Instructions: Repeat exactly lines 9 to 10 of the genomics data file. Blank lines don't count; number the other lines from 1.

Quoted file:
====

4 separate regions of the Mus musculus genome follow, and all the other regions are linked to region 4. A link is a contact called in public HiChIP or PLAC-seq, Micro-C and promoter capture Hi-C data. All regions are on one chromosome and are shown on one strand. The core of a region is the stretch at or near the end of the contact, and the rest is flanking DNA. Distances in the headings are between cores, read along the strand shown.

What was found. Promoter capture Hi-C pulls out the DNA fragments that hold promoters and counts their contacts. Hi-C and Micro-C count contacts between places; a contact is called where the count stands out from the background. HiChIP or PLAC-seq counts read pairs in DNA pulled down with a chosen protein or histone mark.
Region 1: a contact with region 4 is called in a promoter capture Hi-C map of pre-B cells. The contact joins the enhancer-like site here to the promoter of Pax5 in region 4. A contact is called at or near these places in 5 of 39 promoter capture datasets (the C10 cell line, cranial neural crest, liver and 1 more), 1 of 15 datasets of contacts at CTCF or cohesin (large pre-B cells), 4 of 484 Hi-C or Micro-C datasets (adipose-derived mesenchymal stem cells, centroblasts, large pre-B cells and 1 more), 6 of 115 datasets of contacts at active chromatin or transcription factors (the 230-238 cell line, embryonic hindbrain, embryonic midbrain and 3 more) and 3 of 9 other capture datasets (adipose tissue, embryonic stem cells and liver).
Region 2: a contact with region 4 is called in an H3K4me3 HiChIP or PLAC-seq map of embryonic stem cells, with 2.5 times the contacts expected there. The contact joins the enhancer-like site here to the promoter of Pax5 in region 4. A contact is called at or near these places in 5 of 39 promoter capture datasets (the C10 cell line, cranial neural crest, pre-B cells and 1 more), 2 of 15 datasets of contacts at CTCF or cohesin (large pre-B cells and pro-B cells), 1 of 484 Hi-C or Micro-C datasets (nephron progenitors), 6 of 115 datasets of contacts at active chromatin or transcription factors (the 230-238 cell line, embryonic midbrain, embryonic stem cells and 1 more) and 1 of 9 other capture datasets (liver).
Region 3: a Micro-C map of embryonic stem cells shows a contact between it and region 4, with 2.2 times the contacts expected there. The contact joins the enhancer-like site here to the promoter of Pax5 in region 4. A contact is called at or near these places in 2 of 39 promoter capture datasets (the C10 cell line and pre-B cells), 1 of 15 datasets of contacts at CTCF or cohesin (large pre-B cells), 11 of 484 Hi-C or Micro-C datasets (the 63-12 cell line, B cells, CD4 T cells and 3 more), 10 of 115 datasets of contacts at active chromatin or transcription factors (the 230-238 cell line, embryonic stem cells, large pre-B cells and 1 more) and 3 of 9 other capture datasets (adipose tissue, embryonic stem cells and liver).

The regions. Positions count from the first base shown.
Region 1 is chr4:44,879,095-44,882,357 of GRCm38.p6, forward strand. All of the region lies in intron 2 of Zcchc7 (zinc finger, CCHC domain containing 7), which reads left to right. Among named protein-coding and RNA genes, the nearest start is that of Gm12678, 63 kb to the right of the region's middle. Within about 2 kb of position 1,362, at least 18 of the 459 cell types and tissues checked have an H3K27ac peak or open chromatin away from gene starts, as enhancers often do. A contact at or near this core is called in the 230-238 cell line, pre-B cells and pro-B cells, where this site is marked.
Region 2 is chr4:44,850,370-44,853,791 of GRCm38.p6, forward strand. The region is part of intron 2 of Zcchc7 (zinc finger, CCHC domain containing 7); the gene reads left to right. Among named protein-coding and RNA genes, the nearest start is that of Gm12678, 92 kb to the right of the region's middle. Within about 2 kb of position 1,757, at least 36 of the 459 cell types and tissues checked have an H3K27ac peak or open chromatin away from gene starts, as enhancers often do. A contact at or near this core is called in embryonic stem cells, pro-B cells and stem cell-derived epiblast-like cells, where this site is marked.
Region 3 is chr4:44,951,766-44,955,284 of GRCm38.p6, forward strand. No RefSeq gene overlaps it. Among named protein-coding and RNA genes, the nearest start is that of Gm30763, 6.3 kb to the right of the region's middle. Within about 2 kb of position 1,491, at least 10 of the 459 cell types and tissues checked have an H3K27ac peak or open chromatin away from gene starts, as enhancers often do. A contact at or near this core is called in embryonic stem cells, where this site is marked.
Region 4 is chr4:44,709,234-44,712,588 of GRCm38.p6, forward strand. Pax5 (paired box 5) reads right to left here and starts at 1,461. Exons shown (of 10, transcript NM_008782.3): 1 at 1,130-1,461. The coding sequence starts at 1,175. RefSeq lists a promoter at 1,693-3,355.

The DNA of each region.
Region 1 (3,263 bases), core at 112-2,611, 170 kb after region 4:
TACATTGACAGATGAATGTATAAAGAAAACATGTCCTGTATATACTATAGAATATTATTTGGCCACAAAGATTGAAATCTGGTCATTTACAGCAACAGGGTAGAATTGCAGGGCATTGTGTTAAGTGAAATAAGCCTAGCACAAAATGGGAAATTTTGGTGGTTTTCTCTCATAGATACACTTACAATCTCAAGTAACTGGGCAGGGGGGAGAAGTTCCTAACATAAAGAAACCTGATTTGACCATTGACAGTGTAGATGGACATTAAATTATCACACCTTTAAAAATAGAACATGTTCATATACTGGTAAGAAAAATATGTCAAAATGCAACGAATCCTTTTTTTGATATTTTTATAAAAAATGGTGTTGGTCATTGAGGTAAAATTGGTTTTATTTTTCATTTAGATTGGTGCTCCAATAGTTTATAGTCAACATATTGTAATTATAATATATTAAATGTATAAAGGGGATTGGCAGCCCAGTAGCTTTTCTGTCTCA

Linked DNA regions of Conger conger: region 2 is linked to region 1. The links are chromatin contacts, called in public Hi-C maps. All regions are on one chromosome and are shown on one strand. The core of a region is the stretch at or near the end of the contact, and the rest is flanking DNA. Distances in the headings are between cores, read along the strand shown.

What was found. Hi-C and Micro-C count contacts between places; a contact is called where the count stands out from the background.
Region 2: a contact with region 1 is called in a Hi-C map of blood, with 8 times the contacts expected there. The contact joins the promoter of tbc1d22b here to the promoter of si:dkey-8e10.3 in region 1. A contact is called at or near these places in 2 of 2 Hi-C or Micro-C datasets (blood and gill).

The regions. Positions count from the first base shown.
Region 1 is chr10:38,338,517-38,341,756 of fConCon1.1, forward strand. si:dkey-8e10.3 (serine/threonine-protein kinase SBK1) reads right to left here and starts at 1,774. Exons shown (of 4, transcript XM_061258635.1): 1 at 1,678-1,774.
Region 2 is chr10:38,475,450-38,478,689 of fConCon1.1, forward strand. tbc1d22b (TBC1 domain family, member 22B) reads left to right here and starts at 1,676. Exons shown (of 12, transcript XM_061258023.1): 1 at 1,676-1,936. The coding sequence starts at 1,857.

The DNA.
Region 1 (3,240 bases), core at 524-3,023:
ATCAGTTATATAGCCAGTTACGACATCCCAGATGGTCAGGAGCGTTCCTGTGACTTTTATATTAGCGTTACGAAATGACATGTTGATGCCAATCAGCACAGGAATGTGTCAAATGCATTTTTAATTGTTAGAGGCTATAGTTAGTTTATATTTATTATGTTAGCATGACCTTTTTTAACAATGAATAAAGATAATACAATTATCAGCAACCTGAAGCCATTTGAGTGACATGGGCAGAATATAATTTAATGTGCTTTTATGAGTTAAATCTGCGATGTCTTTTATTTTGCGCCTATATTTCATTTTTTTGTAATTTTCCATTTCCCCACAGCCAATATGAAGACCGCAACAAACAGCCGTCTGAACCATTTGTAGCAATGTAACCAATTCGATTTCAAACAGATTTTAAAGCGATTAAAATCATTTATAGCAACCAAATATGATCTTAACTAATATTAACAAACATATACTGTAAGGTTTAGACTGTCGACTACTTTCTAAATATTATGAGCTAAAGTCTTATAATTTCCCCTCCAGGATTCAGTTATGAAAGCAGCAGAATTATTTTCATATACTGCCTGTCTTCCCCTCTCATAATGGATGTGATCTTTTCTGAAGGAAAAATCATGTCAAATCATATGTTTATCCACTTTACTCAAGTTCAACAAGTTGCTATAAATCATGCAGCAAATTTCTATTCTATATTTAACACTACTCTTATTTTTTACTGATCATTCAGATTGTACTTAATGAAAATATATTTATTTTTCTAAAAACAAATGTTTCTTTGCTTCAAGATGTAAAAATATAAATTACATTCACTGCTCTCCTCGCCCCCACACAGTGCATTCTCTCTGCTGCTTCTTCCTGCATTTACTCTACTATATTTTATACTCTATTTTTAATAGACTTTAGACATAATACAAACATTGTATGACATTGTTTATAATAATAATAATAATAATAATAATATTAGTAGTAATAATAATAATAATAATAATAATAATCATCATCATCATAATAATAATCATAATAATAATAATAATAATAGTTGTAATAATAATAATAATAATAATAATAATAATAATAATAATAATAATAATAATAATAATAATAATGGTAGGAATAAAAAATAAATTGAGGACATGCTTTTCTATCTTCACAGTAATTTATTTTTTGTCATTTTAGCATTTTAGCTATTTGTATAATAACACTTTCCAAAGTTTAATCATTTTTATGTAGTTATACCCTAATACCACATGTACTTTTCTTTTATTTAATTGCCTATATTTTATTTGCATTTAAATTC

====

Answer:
Region 3 is chr4:44,951,766-44,955,284 of GRCm38.p6, forward strand. No RefSeq gene overlaps it. Among named protein-coding and RNA genes, the nearest start is that of Gm30763, 6.3 kb to the right of the region's middle. Within about 2 kb of position 1,491, at least 10 of the 459 cell types and tissues checked have an H3K27ac peak or open chromatin away from gene starts, as enhancers often do. A contact at or near this core is called in embryonic stem cells, where this site is marked.
Region 4 is chr4:44,709,234-44,712,588 of GRCm38.p6, forward strand. Pax5 (paired box 5) reads right to left here and starts at 1,461. Exons shown (of 10, transcript NM_008782.3): 1 at 1,130-1,461. The coding sequence starts at 1,175. RefSeq lists a promoter at 1,693-3,355.